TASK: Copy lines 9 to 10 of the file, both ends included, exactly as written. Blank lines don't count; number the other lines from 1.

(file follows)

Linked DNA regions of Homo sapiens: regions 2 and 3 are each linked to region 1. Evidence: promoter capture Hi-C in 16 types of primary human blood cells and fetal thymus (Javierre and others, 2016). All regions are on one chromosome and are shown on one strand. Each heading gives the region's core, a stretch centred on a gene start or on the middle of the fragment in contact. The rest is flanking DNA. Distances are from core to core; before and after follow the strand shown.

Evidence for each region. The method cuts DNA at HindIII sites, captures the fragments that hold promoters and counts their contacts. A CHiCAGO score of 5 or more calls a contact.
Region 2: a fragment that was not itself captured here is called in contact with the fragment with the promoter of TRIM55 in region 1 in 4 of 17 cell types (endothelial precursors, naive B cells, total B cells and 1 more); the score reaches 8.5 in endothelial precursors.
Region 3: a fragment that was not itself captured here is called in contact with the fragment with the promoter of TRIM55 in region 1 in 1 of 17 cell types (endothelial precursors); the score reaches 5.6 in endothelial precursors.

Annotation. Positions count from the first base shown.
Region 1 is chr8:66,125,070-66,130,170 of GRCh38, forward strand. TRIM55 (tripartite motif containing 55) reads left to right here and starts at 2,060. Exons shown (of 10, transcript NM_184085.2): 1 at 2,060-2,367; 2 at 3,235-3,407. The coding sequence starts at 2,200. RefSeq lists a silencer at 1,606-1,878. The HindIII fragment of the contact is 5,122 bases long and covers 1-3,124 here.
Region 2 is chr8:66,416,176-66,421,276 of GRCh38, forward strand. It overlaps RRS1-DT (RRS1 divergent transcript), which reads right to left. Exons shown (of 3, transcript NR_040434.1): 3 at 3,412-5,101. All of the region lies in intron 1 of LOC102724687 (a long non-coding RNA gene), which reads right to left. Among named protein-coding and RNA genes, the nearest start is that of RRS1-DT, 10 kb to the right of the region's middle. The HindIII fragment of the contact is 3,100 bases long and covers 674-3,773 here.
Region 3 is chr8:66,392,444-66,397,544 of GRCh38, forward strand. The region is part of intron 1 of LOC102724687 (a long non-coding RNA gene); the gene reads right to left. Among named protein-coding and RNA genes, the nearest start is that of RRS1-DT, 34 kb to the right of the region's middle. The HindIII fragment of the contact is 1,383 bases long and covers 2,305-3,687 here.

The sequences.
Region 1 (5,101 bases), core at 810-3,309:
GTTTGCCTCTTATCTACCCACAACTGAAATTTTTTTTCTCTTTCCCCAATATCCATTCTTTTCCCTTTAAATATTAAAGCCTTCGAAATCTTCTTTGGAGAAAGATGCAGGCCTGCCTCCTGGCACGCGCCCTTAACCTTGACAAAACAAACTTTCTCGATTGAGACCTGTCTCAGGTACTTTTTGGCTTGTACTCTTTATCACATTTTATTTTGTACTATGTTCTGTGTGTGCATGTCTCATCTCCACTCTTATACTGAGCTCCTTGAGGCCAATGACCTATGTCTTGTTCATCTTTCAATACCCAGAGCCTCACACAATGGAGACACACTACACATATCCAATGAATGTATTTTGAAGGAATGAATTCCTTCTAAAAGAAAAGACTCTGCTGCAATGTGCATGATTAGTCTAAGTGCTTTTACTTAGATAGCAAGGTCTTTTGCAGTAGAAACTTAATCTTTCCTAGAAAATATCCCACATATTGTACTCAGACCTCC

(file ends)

The sequences.
Region 1 (5,101 bases), core at 810-3,309: